Narrative Tension


Rufus F.

Rufus is an American curmudgeon in Canada. He has a PhD in History, sings in a garage rock band, and does a bunch of other stuff.

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24 Responses

  1. Avatar LeeEsq says:

    Narrative tension is why academic historians get frustrated at popular historians. The Great Person Theory of History isn’t really popular with academic historians of any political persuasion. For most people its the drama of history that makes it exciting. A lot of the public might not necessarily agree with the Great Person Theory of history, they might not even know what it is but they like it dramatic. Thats why the most popular histories tend to be about heroic or villainous individuals, big important events like war battles unusually exciting eras and places rather than the smaller topics considered important by academic historians.Report

    • Avatar El Muneco in reply to LeeEsq says:

      That’s one reason why I like James Burke’s take on history of science and technology so much. He does create a kind of narrative, but the main character in the narrative is the science. We watch the events that will come to shape the narrative, but the people involved – even the Edisons and Galileos – never take over.

      And he manages to bring off conveying that there’s no preordained destination for the narrative, no overarching plan. Everyone plays their roles with just the information available to them, and does what seems appropriate at the time. The story of us is only one of a myriad of possible stories, and that makes the intricacy and sweep all the more beautiful for it.Report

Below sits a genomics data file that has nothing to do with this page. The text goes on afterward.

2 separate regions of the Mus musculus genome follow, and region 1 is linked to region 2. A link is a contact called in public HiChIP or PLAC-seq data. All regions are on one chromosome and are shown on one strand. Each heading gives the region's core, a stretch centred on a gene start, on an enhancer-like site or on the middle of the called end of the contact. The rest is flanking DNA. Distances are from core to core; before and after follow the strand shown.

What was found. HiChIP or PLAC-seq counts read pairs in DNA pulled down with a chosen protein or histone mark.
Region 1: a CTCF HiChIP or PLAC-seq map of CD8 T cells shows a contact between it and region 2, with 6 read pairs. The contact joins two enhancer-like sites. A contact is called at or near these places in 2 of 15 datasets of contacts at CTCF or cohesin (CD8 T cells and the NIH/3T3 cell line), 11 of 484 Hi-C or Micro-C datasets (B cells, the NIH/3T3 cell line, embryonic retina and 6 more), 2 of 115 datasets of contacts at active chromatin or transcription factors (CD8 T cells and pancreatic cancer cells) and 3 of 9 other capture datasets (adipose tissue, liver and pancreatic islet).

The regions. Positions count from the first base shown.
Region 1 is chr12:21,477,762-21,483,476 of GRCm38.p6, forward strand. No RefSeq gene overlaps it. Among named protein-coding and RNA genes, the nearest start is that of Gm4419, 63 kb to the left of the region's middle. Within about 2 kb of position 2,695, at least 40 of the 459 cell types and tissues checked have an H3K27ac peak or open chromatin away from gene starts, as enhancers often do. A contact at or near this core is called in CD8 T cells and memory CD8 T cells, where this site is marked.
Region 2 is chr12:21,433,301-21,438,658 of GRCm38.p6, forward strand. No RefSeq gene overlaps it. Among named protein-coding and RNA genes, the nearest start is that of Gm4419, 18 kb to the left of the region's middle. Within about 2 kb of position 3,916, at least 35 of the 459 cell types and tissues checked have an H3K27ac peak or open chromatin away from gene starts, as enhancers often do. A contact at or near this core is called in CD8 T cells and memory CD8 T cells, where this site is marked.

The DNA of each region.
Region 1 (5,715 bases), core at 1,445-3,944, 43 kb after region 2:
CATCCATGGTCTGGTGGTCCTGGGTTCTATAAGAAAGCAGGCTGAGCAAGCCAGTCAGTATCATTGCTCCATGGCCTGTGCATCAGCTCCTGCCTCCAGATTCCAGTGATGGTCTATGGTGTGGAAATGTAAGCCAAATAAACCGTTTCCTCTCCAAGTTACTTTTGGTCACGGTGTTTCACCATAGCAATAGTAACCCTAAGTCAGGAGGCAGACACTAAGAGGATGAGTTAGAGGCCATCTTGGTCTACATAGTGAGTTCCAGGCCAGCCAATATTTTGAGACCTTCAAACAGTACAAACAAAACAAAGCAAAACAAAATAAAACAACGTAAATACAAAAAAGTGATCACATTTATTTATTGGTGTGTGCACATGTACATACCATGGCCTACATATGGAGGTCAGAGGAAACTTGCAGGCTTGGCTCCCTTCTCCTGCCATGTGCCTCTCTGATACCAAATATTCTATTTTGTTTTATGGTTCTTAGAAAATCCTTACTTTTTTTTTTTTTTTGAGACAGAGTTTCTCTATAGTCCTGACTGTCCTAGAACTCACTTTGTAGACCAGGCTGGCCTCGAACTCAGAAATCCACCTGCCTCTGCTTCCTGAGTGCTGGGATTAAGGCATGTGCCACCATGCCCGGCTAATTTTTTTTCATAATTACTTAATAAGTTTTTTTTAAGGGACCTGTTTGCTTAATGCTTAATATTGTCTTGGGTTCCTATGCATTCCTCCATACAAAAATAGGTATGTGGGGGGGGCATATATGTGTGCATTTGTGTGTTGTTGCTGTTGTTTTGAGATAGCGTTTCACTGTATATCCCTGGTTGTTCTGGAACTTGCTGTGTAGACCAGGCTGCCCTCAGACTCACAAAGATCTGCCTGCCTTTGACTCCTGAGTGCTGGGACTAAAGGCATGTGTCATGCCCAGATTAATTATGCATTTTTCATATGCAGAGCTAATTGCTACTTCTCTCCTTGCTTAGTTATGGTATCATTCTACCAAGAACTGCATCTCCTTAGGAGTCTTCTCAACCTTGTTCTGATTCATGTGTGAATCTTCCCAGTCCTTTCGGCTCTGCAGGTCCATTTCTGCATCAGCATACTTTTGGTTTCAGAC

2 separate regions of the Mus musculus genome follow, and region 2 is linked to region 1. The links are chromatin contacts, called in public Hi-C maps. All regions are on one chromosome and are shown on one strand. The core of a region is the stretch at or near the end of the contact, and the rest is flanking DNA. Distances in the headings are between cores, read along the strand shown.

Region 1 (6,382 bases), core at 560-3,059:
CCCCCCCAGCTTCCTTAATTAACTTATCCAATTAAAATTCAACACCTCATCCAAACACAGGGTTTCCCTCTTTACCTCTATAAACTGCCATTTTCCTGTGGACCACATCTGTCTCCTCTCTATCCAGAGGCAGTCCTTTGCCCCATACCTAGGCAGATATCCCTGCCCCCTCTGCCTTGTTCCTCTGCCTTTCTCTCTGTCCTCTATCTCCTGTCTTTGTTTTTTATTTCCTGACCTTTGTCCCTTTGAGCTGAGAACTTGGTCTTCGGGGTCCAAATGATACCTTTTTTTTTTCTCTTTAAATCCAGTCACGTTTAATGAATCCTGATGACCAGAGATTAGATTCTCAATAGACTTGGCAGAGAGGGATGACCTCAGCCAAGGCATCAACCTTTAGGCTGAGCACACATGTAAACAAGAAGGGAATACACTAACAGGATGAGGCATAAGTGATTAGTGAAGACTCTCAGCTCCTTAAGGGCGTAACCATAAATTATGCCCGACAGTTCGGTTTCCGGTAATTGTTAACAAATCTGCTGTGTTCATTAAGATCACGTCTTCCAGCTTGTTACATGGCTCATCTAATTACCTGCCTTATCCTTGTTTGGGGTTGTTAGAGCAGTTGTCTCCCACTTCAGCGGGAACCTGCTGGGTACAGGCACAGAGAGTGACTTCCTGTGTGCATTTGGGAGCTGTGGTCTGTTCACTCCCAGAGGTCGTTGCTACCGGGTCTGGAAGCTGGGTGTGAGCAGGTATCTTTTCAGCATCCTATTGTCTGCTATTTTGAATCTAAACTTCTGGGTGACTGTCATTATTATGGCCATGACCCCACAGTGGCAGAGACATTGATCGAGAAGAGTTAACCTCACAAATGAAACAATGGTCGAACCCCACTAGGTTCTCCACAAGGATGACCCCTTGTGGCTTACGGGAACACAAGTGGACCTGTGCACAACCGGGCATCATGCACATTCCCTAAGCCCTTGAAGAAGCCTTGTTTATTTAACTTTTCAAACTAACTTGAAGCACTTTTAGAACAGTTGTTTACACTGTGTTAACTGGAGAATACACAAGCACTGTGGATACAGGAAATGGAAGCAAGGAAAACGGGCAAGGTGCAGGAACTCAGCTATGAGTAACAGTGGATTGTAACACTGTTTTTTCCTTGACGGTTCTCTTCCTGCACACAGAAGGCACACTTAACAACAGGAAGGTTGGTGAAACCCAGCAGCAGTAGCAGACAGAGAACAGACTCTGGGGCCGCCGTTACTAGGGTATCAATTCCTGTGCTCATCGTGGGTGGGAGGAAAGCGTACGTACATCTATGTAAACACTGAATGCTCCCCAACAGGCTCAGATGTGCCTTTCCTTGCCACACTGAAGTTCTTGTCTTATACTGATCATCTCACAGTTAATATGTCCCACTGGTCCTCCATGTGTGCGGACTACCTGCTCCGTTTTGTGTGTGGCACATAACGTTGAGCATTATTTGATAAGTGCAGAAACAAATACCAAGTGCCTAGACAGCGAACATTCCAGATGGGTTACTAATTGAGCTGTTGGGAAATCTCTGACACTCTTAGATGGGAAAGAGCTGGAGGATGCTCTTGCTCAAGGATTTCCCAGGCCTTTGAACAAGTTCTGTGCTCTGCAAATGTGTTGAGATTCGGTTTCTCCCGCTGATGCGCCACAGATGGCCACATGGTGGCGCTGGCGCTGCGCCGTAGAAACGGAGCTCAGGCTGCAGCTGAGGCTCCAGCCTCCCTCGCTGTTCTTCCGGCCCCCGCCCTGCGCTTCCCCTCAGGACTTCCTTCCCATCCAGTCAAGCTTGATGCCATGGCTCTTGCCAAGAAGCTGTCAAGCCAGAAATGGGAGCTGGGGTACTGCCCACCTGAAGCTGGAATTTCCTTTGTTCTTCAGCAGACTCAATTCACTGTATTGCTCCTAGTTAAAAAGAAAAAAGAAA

• Avatar Rufus F. in reply to LeeEsq says:

      Oh, I found this to be true when I taught a course on Napoleon. There weren’t a ton of recent academic monographs on the topic and the ones I could find the students hated.Report

      • Avatar KatherineMW in reply to Rufus F. says:

        Napoleon’s a guy you can make a pretty plausible Great Man argument for. He pretty well transformed Europe, for better or for worse: organized civil service, Civil Code of laws, public education, removal of internal tariff barriers, elected municipal government, modern ideas of the nation-state (and of nationalism), abolition of serfdom. The territory of the Holy Roman Empire went from a basically feudal system of government to having the mechanisms of a modern state over the course of a decade.

        You’re the history prof, so please correct me if I’m wrong.Report

    • Avatar Gabriel Conroy in reply to LeeEsq says:


      The Great Person Theory of History isn’t really popular with academic historians of any political persuasion.

      I was all set to get in a huff and disagree, but as I examine my own assumptions, those of most* academic historians I know, and the assumptions present in most* of the monographs and other professional historical works I’ve read so far, I have a hard time finding any counter-examples.